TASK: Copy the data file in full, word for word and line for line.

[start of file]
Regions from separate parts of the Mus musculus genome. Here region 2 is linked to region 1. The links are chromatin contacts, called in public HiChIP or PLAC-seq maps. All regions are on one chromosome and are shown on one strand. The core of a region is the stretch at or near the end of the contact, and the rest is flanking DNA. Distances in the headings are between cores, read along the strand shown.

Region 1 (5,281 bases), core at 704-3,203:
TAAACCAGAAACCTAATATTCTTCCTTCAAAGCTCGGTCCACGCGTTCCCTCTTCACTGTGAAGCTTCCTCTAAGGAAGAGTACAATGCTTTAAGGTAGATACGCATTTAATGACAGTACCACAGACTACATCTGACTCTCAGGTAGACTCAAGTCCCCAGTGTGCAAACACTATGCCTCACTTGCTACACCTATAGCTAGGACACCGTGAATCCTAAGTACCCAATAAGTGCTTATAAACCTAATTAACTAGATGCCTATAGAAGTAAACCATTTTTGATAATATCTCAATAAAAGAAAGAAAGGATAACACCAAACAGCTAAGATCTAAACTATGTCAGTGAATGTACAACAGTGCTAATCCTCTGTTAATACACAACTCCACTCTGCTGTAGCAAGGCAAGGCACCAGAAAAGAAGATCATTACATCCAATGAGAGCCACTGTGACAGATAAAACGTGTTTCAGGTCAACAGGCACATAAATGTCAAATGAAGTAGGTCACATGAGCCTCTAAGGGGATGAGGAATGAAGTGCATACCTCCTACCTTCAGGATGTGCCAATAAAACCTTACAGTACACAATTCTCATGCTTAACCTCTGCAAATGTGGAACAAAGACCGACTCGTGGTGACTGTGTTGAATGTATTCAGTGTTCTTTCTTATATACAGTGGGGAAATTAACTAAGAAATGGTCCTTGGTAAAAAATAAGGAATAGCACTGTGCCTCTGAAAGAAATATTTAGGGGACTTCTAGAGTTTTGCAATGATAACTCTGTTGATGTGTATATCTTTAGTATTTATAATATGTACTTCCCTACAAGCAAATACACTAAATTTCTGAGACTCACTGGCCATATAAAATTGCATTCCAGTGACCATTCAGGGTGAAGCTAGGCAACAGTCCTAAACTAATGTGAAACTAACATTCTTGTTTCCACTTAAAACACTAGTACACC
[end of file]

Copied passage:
Regions from separate parts of the Mus musculus genome. Here region 2 is linked to region 1. The links are chromatin contacts, called in public HiChIP or PLAC-seq maps. All regions are on one chromosome and are shown on one strand. The core of a region is the stretch at or near the end of the contact, and the rest is flanking DNA. Distances in the headings are between cores, read along the strand shown.

Region 1 (5,281 bases), core at 704-3,203:
TAAACCAGAAACCTAATATTCTTCCTTCAAAGCTCGGTCCACGCGTTCCCTCTTCACTGTGAAGCTTCCTCTAAGGAAGAGTACAATGCTTTAAGGTAGATACGCATTTAATGACAGTACCACAGACTACATCTGACTCTCAGGTAGACTCAAGTCCCCAGTGTGCAAACACTATGCCTCACTTGCTACACCTATAGCTAGGACACCGTGAATCCTAAGTACCCAATAAGTGCTTATAAACCTAATTAACTAGATGCCTATAGAAGTAAACCATTTTTGATAATATCTCAATAAAAGAAAGAAAGGATAACACCAAACAGCTAAGATCTAAACTATGTCAGTGAATGTACAACAGTGCTAATCCTCTGTTAATACACAACTCCACTCTGCTGTAGCAAGGCAAGGCACCAGAAAAGAAGATCATTACATCCAATGAGAGCCACTGTGACAGATAAAACGTGTTTCAGGTCAACAGGCACATAAATGTCAAATGAAGTAGGTCACATGAGCCTCTAAGGGGATGAGGAATGAAGTGCATACCTCCTACCTTCAGGATGTGCCAATAAAACCTTACAGTACACAATTCTCATGCTTAACCTCTGCAAATGTGGAACAAAGACCGACTCGTGGTGACTGTGTTGAATGTATTCAGTGTTCTTTCTTATATACAGTGGGGAAATTAACTAAGAAATGGTCCTTGGTAAAAAATAAGGAATAGCACTGTGCCTCTGAAAGAAATATTTAGGGGACTTCTAGAGTTTTGCAATGATAACTCTGTTGATGTGTATATCTTTAGTATTTATAATATGTACTTCCCTACAAGCAAATACACTAAATTTCTGAGACTCACTGGCCATATAAAATTGCATTCCAGTGACCATTCAGGGTGAAGCTAGGCAACAGTCCTAAACTAATGTGAAACTAACATTCTTGTTTCCACTTAAAACACTAGTACACC